breech of a cannon. In the background' m itm to anstere &aaa
may be seen Princeton College, and It is"Mylear George" to a wide circle of
oeuevea mar, oitnouga tne picture was friends.
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painted, or at least sketched, at Valley
Forge, the background was filled is after
the engagement at Old Nassau. Wash
ington is is the uniform of buff , and blue
and his rank is designated by a blue silk
scarf which was used in the earlier days
The mouth of Washington was an ex
pressive feature which was changed and
hardened in 'later life through the
insertion of ft ponderous set of artificial
teeth, for the dentistry of his time was
crude compared with what Americans.
bare since attained.- This buccal forma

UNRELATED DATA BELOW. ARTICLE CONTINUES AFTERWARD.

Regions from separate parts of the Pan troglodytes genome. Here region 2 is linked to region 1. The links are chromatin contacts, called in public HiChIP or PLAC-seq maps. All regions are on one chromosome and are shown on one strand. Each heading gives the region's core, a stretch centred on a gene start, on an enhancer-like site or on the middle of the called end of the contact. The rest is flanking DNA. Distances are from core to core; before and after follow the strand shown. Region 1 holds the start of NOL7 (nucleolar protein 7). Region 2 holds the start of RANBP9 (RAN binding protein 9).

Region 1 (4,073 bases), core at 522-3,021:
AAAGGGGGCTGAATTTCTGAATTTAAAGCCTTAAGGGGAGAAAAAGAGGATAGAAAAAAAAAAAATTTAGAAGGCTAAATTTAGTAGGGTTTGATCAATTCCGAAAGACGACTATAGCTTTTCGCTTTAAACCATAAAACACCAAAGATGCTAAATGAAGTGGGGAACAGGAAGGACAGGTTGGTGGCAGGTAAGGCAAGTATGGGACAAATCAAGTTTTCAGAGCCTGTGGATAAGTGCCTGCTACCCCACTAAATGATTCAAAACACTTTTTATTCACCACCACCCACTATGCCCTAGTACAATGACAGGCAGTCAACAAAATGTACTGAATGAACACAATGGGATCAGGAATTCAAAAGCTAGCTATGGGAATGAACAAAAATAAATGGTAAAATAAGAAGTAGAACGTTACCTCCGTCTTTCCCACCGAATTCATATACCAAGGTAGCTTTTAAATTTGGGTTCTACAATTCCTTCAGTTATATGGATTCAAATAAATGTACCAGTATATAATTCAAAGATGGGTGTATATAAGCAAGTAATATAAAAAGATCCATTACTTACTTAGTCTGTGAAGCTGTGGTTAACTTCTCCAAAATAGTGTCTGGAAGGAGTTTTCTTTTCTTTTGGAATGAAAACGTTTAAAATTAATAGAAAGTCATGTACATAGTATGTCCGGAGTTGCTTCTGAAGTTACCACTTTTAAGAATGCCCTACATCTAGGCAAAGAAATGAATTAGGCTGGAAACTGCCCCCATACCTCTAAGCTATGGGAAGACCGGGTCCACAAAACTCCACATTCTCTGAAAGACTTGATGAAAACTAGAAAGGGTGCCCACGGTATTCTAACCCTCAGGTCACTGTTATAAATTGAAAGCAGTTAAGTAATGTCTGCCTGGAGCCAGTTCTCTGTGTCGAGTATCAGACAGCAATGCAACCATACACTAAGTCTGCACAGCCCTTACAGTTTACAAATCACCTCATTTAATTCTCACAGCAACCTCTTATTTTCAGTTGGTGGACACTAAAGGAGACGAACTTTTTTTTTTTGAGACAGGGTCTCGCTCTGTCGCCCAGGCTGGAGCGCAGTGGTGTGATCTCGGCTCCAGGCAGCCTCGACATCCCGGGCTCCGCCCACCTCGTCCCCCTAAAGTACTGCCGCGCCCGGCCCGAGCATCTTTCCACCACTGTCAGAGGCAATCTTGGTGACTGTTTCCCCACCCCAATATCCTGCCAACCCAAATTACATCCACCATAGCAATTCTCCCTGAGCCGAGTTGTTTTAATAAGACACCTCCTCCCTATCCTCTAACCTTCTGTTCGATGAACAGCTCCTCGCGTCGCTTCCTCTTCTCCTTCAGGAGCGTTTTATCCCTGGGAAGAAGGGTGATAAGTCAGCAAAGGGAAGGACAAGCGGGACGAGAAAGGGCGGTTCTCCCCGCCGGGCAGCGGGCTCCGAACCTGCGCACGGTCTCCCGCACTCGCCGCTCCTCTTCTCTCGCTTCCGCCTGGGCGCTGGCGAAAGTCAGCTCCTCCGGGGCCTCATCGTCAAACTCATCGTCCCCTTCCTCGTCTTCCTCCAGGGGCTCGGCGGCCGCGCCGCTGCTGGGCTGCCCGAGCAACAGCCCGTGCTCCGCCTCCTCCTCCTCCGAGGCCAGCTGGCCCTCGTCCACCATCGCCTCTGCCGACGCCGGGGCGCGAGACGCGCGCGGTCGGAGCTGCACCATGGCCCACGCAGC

tion occurs in the portrait by the gifted
artist Gilbert Stuart, who reproduced
many likenesses from the unfinished one,
which is commonly known as the Athe
naeum portrait, which first came:from his
Among the effects of the Marquis La
fayette recently brought to this chy Is a
bust by a French sculptor which reveals
the Washington type in a transitional
stage, for the pioneer dentist had not as
yet supplied tho lotss which had bees sus
tained ia later years. The Index of the
character of the -real Washington for
those who would know him is to be found
in the attractively moulded mouth of those
earlier years. De Broglie has described
him as "tall, nobly, framed, well propor
tioned and 'much more agreeable than his
portraits represenfhiml"
Washington Letters.
The "Letters to Washington," in" which
Miss Boudinot ,'bu been nuking rc-
costact is. the French and Indian wars
and In later conflicts.
Washington and General Braddock, un
der whom he served, were on terms of In
timate f ritndshlpalthongh as both were